How not to get hacked: UNB cyber security prof shares her best tips

Cyber security expert Natalia Stakhanova says hackers are evolving to target people’s mobile phones in the same way they have with their computers, meaning people need to become more vigilant.

Natalia Stakhanova pens books after hearing many stories from people who fell for common traps

Could downloading a new app or responding to a text message lead to giving your personal information away?

One cyber security expert says hackers are evolving to target people's mobile phones in the same way they have with their computers.

This means people need to be more vigilant about what they're downloading and using on their phones, says Natalia Stakhanova, an assistant professor of computer science at the University of New Brunswick.

After hearing story after story about people's personal information getting hacked, Stakhanova decided to pen a book, titled Have you been hacked yet?, to help people avoid common pitfalls.

Stakhanova said it's now becoming more common for hackers to target people's mobile devices, which is making it more difficult to keep your information safe.

It's also now more common for hackers to target your financial information, rather than just infecting your computer with a nuisance virus, she said.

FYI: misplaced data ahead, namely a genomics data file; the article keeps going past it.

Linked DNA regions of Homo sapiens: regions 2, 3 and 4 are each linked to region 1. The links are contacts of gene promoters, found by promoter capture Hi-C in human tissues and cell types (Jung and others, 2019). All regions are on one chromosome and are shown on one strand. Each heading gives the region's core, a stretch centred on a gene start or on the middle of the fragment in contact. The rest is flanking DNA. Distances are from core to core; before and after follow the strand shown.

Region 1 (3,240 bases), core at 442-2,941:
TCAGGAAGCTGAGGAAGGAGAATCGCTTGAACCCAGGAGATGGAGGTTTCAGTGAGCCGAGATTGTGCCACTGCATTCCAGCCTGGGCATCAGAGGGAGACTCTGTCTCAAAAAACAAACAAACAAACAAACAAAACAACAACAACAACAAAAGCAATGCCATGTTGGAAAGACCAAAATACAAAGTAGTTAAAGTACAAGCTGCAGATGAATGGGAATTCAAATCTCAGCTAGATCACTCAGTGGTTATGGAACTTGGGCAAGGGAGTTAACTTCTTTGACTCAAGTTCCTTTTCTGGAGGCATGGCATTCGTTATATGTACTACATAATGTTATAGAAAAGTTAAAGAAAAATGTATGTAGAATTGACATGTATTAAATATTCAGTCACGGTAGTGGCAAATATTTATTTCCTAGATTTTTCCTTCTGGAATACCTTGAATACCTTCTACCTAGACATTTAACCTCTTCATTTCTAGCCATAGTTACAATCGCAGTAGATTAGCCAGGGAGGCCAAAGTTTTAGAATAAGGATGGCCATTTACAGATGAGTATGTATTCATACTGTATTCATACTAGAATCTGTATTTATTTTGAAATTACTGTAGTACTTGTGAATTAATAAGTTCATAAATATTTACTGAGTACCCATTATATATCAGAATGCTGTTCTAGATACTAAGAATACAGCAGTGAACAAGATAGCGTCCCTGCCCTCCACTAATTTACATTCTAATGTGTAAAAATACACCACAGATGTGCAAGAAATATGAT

Change passwords, be wary of unverified apps 

One of the most common mistakes people make is reusing passwords for multiple services, and making the passwords too simple, she said.

Stakhanova said it's best to choose something very random and hard to guess.

"We typically resort to something that's easy to remember," she said.

"If easy for us to remember, it's easy for hackers to guess as well."

It's also smart to use different passwords for each site, she said.

If one of your accounts is compromised, it essentially means all of your accounts could be compromised, she explained.

Another common way hackers will get to your information is through downloading apps from companies or developers you don't know, which basically gives a hacker carte blanche with your phone.

Overall, Stakhanova advises being vigilant with any information on your phone or other devices.

"Problems tend to stem from being very naive and trustful," she said.

"If it's too good to be true, it probably is."

Natalia Stakhanova is the author of Have You Been Hacked Yet?, a new book on cyber security and how we can better protect our information online while surfing the web at home and the local coffee shop. 7:41